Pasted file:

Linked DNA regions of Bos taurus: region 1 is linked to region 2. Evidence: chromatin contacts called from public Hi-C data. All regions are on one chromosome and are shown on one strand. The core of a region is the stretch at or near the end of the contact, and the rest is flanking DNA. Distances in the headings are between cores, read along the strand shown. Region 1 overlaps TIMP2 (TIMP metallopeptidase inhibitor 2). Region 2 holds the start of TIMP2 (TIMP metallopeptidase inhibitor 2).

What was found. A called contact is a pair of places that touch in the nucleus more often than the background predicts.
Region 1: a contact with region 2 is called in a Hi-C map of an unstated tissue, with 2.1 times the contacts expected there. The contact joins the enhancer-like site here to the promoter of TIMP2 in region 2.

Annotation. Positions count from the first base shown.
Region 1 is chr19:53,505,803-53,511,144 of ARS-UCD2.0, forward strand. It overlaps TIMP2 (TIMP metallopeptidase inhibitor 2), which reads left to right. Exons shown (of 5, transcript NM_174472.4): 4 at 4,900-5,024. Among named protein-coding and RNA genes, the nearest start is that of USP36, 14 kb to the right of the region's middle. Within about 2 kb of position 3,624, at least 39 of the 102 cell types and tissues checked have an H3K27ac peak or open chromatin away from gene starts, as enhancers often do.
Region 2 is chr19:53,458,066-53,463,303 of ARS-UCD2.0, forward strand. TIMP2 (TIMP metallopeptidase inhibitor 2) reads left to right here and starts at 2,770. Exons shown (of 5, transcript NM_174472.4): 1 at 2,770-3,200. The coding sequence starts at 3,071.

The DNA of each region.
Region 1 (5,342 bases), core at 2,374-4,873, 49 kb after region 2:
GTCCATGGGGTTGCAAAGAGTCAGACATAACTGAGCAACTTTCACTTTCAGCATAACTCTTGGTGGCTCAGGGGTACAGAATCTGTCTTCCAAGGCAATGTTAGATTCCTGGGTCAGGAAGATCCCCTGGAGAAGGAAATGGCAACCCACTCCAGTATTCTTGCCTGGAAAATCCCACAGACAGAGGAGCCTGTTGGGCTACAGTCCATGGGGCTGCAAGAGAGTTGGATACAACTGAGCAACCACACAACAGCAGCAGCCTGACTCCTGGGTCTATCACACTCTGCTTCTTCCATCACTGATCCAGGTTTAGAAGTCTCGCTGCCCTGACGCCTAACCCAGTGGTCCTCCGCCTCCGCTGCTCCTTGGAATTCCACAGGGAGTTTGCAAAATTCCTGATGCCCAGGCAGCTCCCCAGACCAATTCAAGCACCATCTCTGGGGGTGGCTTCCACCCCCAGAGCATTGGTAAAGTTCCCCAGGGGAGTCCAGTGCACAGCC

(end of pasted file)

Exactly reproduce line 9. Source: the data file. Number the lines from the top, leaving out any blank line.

GTCCATGGGGTTGCAAAGAGTCAGACATAACTGAGCAACTTTCACTTTCAGCATAACTCTTGGTGGCTCAGGGGTACAGAATCTGTCTTCCAAGGCAATGTTAGATTCCTGGGTCAGGAAGATCCCCTGGAGAAGGAAATGGCAACCCACTCCAGTATTCTTGCCTGGAAAATCCCACAGACAGAGGAGCCTGTTGGGCTACAGTCCATGGGGCTGCAAGAGAGTTGGATACAACTGAGCAACCACACAACAGCAGCAGCCTGACTCCTGGGTCTATCACACTCTGCTTCTTCCATCACTGATCCAGGTTTAGAAGTCTCGCTGCCCTGACGCCTAACCCAGTGGTCCTCCGCCTCCGCTGCTCCTTGGAATTCCACAGGGAGTTTGCAAAATTCCTGATGCCCAGGCAGCTCCCCAGACCAATTCAAGCACCATCTCTGGGGGTGGCTTCCACCCCCAGAGCATTGGTAAAGTTCCCCAGGGGAGTCCAGTGCACAGCC